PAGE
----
NOTE: By submitting this form and registering with us, you are providing us with permission to store your personal data and the record of your registration. In addition, registration with Irish Pharmacist includes granting consent for the delivery of that additional professional content and targeted ads, and the cookies required to deliver same. View our Privacy Policy and Cookie Notice for further details.

ADVERTISMENT

ADVERTISMENT

Health app user ratings and downloads ‘not related to quality’

By aileengreenxie - 08th Jul 2024

health app

Research has cautioned against healthcare professionals downloading apps based on their number of downloads or user ratings

Ulster University research has found that user ratings and download rates are an unreliable
indicator of quality in digital health apps.  


Highlighting the need for a more nuanced understanding of app quality in the digital health
landscape, the study, titled Don’t Judge a Book or Health App by its Cover was led by
researchers at Ulster University’s School of Computing and delivered in partnership with the
Organisation for the Review of Care and Health Apps (ORCHA). 


With over 350,000 healthcare apps available to download at the click of a button, covering
topics from diabetes, to sleep, to mental health, the study analysed data from 1,500 health
apps across various platforms, assessing their quality against user ratings and download
counts.  


Implications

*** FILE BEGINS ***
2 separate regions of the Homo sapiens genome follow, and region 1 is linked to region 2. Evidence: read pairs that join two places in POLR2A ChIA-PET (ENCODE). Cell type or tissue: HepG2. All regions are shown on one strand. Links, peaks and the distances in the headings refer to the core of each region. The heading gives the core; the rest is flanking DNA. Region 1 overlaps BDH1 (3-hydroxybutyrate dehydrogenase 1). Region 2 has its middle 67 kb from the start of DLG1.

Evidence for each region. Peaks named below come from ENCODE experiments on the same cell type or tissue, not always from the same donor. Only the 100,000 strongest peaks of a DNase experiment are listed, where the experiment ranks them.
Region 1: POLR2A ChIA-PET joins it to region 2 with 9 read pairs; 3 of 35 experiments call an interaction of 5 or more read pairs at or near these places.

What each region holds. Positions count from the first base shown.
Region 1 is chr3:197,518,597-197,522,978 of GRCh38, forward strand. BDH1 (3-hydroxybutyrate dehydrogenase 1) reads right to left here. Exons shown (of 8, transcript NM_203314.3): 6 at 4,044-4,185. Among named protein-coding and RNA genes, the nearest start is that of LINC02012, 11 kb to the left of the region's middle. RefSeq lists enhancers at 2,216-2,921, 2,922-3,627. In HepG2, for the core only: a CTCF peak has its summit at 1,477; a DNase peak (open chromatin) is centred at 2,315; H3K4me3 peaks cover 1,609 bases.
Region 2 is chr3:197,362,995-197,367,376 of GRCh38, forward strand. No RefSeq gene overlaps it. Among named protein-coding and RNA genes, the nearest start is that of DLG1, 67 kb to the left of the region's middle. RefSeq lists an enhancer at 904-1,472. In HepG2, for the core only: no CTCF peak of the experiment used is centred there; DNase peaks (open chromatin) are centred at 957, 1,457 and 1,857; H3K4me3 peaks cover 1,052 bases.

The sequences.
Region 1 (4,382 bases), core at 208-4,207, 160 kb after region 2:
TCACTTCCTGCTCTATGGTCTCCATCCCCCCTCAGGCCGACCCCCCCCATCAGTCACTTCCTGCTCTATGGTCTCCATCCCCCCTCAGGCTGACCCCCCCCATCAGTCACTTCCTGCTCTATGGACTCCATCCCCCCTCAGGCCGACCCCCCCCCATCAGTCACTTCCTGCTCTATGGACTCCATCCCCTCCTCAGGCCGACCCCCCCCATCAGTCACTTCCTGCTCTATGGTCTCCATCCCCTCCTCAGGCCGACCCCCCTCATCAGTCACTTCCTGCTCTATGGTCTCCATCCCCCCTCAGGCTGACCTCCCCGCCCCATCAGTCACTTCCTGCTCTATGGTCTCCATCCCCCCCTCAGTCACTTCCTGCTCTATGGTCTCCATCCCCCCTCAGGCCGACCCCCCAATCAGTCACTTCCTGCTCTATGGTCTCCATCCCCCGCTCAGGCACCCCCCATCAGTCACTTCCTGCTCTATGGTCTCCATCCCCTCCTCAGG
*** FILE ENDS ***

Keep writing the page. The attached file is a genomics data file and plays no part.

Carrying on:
In an era where digital health apps are increasingly relied upon for managing various
aspects of health and wellness, and with consumers potentially swayed by popular
perception, the research team explored the disconnect between app popularity metrics and
safe, high-quality digital health apps and the resulting significant implications for healthcare
providers, policy-makers, and app developers. 
Prof Raymond Bond, Professor of Human Computer Systems at Ulster University and Chair
of the PhD research project, said: “Our research underscores the importance of looking
beyond metrics like user ratings and the number of app downloads when evaluating digital
health apps. While these metrics may influence user perceptions, our research shows that
they do not necessarily reflect the quality, effectiveness, safety, or reliability of these
healthcare apps.” 
Prof Bond stated: “We need to shift the focus from popularity to quality. Consumers deserve
access to high-quality digital health interventions that are evidence-based, user-friendly, and
designed to enhance health and wellbeing outcomes. Relying solely on user ratings and
download counts could lead to misguided decisions and, eventually, undermine public trust
in digital health technologies.”


Limitations


By recognising the limitations of traditional metrics and prioritising rigorous evaluation
processes, stakeholders, including healthcare professionals who recommend apps to
patients, can ensure the applications they are recommending meet the highest standards of
quality and contribute meaningfully to patient care and well-being, said the researchers. 
Prof Maurice Mulvenna, Professor of Computer Science at Ulster University, added: